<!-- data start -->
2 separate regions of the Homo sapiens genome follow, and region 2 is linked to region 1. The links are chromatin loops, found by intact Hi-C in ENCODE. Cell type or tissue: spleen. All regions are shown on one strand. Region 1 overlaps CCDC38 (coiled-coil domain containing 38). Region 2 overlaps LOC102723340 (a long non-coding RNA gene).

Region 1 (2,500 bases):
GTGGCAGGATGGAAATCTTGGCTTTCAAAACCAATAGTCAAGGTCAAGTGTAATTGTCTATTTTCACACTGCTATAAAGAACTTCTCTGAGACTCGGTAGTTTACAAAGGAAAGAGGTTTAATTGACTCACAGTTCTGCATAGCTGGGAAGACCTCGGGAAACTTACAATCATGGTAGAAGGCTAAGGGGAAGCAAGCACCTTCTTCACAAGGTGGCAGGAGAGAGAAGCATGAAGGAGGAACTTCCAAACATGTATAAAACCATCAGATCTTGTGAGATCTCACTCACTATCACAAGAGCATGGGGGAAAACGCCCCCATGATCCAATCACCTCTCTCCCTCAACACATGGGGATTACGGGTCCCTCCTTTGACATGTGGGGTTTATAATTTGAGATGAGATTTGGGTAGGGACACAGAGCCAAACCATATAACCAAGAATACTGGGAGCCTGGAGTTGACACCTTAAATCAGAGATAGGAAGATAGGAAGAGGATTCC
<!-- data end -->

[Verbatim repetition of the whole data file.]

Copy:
2 separate regions of the Homo sapiens genome follow, and region 2 is linked to region 1. The links are chromatin loops, found by intact Hi-C in ENCODE. Cell type or tissue: spleen. All regions are shown on one strand. Region 1 overlaps CCDC38 (coiled-coil domain containing 38). Region 2 overlaps LOC102723340 (a long non-coding RNA gene).

Region 1 (2,500 bases):
GTGGCAGGATGGAAATCTTGGCTTTCAAAACCAATAGTCAAGGTCAAGTGTAATTGTCTATTTTCACACTGCTATAAAGAACTTCTCTGAGACTCGGTAGTTTACAAAGGAAAGAGGTTTAATTGACTCACAGTTCTGCATAGCTGGGAAGACCTCGGGAAACTTACAATCATGGTAGAAGGCTAAGGGGAAGCAAGCACCTTCTTCACAAGGTGGCAGGAGAGAGAAGCATGAAGGAGGAACTTCCAAACATGTATAAAACCATCAGATCTTGTGAGATCTCACTCACTATCACAAGAGCATGGGGGAAAACGCCCCCATGATCCAATCACCTCTCTCCCTCAACACATGGGGATTACGGGTCCCTCCTTTGACATGTGGGGTTTATAATTTGAGATGAGATTTGGGTAGGGACACAGAGCCAAACCATATAACCAAGAATACTGGGAGCCTGGAGTTGACACCTTAAATCAGAGATAGGAAGATAGGAAGAGGATTCC